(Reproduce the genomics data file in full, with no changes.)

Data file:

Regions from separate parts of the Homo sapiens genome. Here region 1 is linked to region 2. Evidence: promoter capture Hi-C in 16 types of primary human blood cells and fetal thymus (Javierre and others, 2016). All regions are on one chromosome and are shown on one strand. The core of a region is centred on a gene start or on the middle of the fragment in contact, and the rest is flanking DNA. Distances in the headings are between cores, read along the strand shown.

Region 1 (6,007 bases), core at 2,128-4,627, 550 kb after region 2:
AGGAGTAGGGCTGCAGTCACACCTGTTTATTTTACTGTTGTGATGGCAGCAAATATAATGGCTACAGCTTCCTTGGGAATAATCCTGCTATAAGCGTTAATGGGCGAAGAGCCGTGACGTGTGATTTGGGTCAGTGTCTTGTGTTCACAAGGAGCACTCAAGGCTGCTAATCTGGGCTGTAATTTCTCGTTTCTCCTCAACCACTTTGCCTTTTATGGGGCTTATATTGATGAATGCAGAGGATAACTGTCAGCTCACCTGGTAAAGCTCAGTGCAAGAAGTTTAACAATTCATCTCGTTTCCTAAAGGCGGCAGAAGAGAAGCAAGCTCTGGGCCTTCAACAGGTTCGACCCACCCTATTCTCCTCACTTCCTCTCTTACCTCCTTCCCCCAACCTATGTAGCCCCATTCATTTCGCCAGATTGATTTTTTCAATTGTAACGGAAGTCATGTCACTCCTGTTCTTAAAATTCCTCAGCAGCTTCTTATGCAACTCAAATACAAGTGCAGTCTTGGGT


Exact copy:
Regions from separate parts of the Homo sapiens genome. Here region 1 is linked to region 2. Evidence: promoter capture Hi-C in 16 types of primary human blood cells and fetal thymus (Javierre and others, 2016). All regions are on one chromosome and are shown on one strand. The core of a region is centred on a gene start or on the middle of the fragment in contact, and the rest is flanking DNA. Distances in the headings are between cores, read along the strand shown.

Region 1 (6,007 bases), core at 2,128-4,627, 550 kb after region 2:
AGGAGTAGGGCTGCAGTCACACCTGTTTATTTTACTGTTGTGATGGCAGCAAATATAATGGCTACAGCTTCCTTGGGAATAATCCTGCTATAAGCGTTAATGGGCGAAGAGCCGTGACGTGTGATTTGGGTCAGTGTCTTGTGTTCACAAGGAGCACTCAAGGCTGCTAATCTGGGCTGTAATTTCTCGTTTCTCCTCAACCACTTTGCCTTTTATGGGGCTTATATTGATGAATGCAGAGGATAACTGTCAGCTCACCTGGTAAAGCTCAGTGCAAGAAGTTTAACAATTCATCTCGTTTCCTAAAGGCGGCAGAAGAGAAGCAAGCTCTGGGCCTTCAACAGGTTCGACCCACCCTATTCTCCTCACTTCCTCTCTTACCTCCTTCCCCCAACCTATGTAGCCCCATTCATTTCGCCAGATTGATTTTTTCAATTGTAACGGAAGTCATGTCACTCCTGTTCTTAAAATTCCTCAGCAGCTTCTTATGCAACTCAAATACAAGTGCAGTCTTGGGT